- This Day In History
- Video Gallery
George W. Bush was elected the 43rd President of the United States after prevailing in the Florida recount and winning the Electoral College by a margin of 271 to 266. Bush lost the popular vote, however, becoming the first candidate since Benjamin Harrison to do so and still make it to the Oval Office. His final total of 50,456,062 was more than half-a-million votes short of Al Gore's total of 50,996,582. Liberal consumer advocate Ralph Nader, running on the ballot of the Green Party, received nearly 2.9 million votes, and Patrick J. Buchanan, running as a conservative populist, garnered about 439,000 votes. Such a mixed result has happened four times in American history, but the most recent was in 1888, and the 2000 result generated calls in some quarters — though not a serious political movement — to abolish the Electoral College.
Bush ran for the presidency vowing to be a "compassionate conservative," but by the time Al Gore conceded and Bush made his acceptance speech from the Texas statehouse, the trait of Bush's that Americans were most familiar with was his competitiveness.
Although new to national politics, Bush was practically anointed as the Republican standard-bearer by the GOP establishment in early 1999 after he proved to be a one-man fundraising machine that scored a record $68.7 million the year before the election. There was a speed bump on the way to Bush's coronation in the form of one John Sidney McCain III, a Vietnam war hero and senator from Arizona who used New Hampshire's open primary to soundly thump Bush. This upset made the South Carolina contest all-important. There, Team Bush was able to upend McCain, but the roughness of its tactics ruptured the relationship between the two candidates' respective loyalists and staffs — and strained relations between the senator and the governor as well. "I want the presidency in the best way," a bitter McCain said after he lost South Carolina to Bush. "Not the worst way."
McCain stayed in the race, winning primaries in Michigan and Arizona, but Bush's vastly superior organization, war-chest, and list of surrogates — McCain only had four of his GOP colleagues aboard the "Straight Talk Express," while 37 Republican senators signed onto Team Bush — made the outcome seem inevitable. Yet by the time the Republican convention was held in Philadelphia that summer, McCain was on board. He forcefully endorsed Bush in a prime-time convention speech and appeared on stage with the nominee on the convention's last night. In 1992, Bush's father had been hurt by a convention portrayed as intolerant, right-wing, and too-white. Rove and the other architects of the 2000 campaign did not make that mistake. Polarizing preachers from the Christian right were kept away from the podium. Prominent speaking roles went to blacks, Latinos, and women. In his acceptance speech, Bush vowed to "extend the promise of prosperity to every forgotten corner of this country." Signaling his intention to set a new tone in the nation's capital, which had been the scene of an acrimonious impeachment fight during Bill Clinton's presidency, Bush indicated that he would behave neither like Clinton nor the House Republicans who attempted to hound Clinton out of office.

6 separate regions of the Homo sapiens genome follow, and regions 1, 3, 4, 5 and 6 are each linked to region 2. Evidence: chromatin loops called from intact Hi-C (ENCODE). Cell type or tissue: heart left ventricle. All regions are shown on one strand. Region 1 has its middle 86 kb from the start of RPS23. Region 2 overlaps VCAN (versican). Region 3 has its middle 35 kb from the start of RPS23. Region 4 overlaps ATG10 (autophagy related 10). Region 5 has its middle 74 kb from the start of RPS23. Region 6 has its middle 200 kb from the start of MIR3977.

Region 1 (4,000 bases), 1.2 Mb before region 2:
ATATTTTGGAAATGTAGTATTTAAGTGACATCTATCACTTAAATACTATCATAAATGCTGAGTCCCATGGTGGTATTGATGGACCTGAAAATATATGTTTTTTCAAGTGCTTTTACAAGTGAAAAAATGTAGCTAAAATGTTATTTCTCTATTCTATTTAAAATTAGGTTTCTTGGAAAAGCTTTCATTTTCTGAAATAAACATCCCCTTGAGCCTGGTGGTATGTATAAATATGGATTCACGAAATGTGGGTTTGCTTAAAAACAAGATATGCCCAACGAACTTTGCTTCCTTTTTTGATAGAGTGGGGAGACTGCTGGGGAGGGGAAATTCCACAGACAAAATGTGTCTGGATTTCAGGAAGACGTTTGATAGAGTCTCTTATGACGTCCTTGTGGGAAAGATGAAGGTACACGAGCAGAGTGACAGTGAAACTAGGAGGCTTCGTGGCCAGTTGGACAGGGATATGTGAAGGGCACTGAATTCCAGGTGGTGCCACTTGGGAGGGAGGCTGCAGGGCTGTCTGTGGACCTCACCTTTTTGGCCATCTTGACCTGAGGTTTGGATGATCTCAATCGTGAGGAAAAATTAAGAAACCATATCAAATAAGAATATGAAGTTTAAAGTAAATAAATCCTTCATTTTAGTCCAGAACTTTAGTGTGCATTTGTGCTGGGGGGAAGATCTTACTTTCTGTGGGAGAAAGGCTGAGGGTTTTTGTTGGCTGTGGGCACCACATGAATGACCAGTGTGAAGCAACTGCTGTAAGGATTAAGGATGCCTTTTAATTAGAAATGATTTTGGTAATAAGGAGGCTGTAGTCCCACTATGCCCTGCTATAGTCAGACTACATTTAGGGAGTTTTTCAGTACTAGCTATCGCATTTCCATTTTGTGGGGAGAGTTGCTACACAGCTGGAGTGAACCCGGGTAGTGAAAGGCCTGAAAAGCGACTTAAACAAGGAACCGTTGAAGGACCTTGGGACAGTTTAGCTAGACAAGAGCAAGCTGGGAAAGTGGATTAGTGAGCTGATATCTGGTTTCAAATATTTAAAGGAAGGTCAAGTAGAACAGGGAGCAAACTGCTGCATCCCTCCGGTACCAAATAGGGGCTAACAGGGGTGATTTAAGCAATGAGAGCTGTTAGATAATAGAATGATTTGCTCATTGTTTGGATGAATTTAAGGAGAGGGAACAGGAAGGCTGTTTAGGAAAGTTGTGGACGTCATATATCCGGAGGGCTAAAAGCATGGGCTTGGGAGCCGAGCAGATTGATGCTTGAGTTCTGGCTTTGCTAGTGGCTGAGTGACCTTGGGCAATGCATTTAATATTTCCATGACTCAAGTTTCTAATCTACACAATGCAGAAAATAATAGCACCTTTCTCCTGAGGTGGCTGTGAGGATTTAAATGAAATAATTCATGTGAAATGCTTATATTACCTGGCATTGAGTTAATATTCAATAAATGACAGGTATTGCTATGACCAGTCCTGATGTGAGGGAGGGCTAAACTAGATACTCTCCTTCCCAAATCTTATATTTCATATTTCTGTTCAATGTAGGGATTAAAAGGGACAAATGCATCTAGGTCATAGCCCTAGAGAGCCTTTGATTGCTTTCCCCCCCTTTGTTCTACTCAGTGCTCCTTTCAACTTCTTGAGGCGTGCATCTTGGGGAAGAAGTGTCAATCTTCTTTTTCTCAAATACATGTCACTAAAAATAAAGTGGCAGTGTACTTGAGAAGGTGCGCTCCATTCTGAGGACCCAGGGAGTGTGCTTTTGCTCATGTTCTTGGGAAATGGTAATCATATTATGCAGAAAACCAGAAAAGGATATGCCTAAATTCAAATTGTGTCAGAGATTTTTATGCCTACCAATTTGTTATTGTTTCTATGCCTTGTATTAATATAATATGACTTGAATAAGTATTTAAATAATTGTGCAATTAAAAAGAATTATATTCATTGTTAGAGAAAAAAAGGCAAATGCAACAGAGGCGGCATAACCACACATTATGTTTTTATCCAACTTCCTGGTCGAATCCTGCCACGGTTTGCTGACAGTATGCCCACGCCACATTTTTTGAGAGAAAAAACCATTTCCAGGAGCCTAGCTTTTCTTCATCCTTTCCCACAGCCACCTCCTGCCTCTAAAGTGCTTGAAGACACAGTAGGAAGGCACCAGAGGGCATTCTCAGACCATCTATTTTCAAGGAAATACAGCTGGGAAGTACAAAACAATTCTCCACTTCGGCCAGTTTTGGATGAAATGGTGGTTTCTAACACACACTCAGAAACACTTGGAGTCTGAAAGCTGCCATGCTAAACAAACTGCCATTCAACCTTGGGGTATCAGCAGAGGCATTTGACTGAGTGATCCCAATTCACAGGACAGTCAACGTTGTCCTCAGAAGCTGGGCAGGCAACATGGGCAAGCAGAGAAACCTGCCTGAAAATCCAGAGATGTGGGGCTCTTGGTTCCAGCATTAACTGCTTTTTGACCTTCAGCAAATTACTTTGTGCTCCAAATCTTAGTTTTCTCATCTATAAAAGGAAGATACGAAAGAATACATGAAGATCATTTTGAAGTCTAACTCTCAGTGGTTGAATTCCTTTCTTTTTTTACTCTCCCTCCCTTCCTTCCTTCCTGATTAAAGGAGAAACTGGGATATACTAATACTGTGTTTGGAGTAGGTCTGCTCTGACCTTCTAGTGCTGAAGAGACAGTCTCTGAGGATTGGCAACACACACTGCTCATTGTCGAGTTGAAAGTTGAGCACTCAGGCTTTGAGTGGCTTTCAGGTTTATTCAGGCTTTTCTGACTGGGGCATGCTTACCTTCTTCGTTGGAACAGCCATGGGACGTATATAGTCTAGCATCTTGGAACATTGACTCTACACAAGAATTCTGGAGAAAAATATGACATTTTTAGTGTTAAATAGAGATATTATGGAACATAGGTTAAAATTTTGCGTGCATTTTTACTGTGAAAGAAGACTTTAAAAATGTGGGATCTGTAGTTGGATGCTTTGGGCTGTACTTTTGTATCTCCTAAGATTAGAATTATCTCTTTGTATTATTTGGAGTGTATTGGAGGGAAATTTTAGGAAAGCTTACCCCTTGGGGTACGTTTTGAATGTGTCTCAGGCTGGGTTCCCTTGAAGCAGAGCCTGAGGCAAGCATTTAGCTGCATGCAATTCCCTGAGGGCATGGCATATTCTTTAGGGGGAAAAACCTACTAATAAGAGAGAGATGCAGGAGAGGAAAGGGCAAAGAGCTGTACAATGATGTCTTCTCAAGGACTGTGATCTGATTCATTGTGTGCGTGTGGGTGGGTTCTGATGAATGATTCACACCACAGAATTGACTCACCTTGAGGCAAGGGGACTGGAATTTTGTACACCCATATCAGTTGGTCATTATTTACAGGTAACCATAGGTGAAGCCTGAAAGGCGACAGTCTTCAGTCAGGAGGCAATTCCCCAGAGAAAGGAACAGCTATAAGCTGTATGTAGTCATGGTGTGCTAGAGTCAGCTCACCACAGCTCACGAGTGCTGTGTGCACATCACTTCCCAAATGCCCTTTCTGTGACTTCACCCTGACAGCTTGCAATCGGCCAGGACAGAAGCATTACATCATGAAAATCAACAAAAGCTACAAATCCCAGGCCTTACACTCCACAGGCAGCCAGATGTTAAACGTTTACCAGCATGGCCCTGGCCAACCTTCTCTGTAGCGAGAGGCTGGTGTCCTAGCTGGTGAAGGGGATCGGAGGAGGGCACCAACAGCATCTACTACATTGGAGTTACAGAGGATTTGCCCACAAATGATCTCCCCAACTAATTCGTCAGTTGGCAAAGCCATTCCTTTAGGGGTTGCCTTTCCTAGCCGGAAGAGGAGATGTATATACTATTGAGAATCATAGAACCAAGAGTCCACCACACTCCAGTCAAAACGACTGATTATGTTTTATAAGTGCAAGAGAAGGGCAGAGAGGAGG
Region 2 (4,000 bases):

"I have no stake in the bitter arguments of the last few years," Bush said in his nomination acceptance speech. "I want to change the tone of Washington to one of civility and respect."
For the next three months, the race between Bush and Al Gore see-sawed back and forth. In three debates, Bush was consistent and steady, projecting a reasonable persona and not flubbing any questions. Gore's staff had inexplicably raised expectations for their candidate by publicly disparaging Bush's intellect prior to the debates. Certainly, Gore also knew his brief and, particularly on foreign policy, was able to demonstrate his experience and expertise. But Gore lost points with the public with his impatient and patronizing attitude toward Bush, and public opinion polls going into the last weekend showed that Gore's one-time lead had evaporated, with Bush slightly ahead. A story of a long-ago Bush drunk-driving arrest surfaced over the weekend, but pollsters detected only a slight drop in Bush's support. On November 7, Americans went to the polls with the same uncertainty about the outcome as the candidates. They — and the nation — would remain in the dark for another six weeks.
Gore initially conceded to Bush on election night, then later rescinded his concession in a terse phone call to Bush when it appeared that Florida was too close to call — and that victory in the Electoral College depended entirely on Florida. This set the stage for a no-holds-barred recount in Florida that went to the Florida Supreme Court (which ruled 4-3 for Gore) and the U.S. Supreme Court (which ruled 5-4 for Bush.) A strange-looking "butterfly ballot" in Palm Beach County resulted in more votes for third-party candidate Patrick J. Buchanan than was expected, while partially punched voting cards with their infamous "hanging chads" made the job of recounting tense and uncertain. In the end, a recount paid for by news organizations showed that Bush indeed won Florida by 537 votes, but many Democratic activists remained unconvinced of Bush's legitimacy even after he was sworn in. Partly, this was because of Gore's victory in the popular vote. In addition, the presence of Ralph Nader on the ballot almost certainly cost Gore the win in Florida — and in tiny New Hampshire, which also would have given Gore the presidency.
CANDIDATE PARTY POPULAR VOTE (% of total)* ELECTORAL VOTES
Al Gore Democrat 50,999,897 (48.38%) 266
George Bush Republican 50,456,002 (47.87%) 271
Material provided courtesy of AmericanPresident.org at the Miller Center of Public Affairs.
Copyright 2003. The Rector and Visitors of the University of Virginia.